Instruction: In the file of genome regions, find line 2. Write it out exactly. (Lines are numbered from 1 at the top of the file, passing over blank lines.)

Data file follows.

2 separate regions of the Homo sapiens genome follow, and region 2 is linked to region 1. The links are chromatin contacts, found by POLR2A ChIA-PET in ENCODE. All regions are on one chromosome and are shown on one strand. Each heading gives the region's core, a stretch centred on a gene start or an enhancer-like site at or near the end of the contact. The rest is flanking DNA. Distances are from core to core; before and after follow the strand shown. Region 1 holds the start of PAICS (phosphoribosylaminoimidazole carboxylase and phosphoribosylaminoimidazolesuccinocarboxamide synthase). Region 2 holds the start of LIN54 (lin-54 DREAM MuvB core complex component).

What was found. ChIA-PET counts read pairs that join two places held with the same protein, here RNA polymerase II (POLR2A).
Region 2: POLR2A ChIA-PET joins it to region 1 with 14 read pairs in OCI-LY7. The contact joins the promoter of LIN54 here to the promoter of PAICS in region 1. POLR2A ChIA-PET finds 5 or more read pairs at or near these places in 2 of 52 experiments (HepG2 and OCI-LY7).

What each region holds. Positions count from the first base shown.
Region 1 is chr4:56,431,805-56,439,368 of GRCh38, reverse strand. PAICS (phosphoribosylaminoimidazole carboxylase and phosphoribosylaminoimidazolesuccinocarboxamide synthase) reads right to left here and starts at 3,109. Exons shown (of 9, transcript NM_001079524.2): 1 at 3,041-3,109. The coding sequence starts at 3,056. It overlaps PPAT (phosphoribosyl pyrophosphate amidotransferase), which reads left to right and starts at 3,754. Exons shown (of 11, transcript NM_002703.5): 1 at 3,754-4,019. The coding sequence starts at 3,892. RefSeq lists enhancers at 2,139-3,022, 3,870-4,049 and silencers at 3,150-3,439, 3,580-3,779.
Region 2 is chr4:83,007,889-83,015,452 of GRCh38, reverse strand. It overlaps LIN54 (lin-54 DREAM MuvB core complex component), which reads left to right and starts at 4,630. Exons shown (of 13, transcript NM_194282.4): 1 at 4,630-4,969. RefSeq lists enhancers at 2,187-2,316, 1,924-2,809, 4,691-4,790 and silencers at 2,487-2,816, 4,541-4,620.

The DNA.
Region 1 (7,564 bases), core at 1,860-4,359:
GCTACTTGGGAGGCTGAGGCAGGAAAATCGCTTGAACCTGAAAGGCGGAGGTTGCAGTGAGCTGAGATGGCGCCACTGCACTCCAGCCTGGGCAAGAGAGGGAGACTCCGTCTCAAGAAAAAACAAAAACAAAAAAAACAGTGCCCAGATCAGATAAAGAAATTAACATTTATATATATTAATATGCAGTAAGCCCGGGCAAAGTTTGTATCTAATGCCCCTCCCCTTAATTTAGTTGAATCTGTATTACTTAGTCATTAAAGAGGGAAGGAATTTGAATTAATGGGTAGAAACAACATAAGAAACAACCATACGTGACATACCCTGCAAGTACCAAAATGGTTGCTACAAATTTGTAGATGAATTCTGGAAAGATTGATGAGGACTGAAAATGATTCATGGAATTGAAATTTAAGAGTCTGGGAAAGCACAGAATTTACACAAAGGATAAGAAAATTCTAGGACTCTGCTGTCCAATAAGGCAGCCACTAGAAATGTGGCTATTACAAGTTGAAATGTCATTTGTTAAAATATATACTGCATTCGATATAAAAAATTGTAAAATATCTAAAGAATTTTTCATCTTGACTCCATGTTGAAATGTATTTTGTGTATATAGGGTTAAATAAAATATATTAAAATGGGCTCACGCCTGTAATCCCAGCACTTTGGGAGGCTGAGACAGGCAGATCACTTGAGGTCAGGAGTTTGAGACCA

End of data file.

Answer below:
What was found. ChIA-PET counts read pairs that join two places held with the same protein, here RNA polymerase II (POLR2A).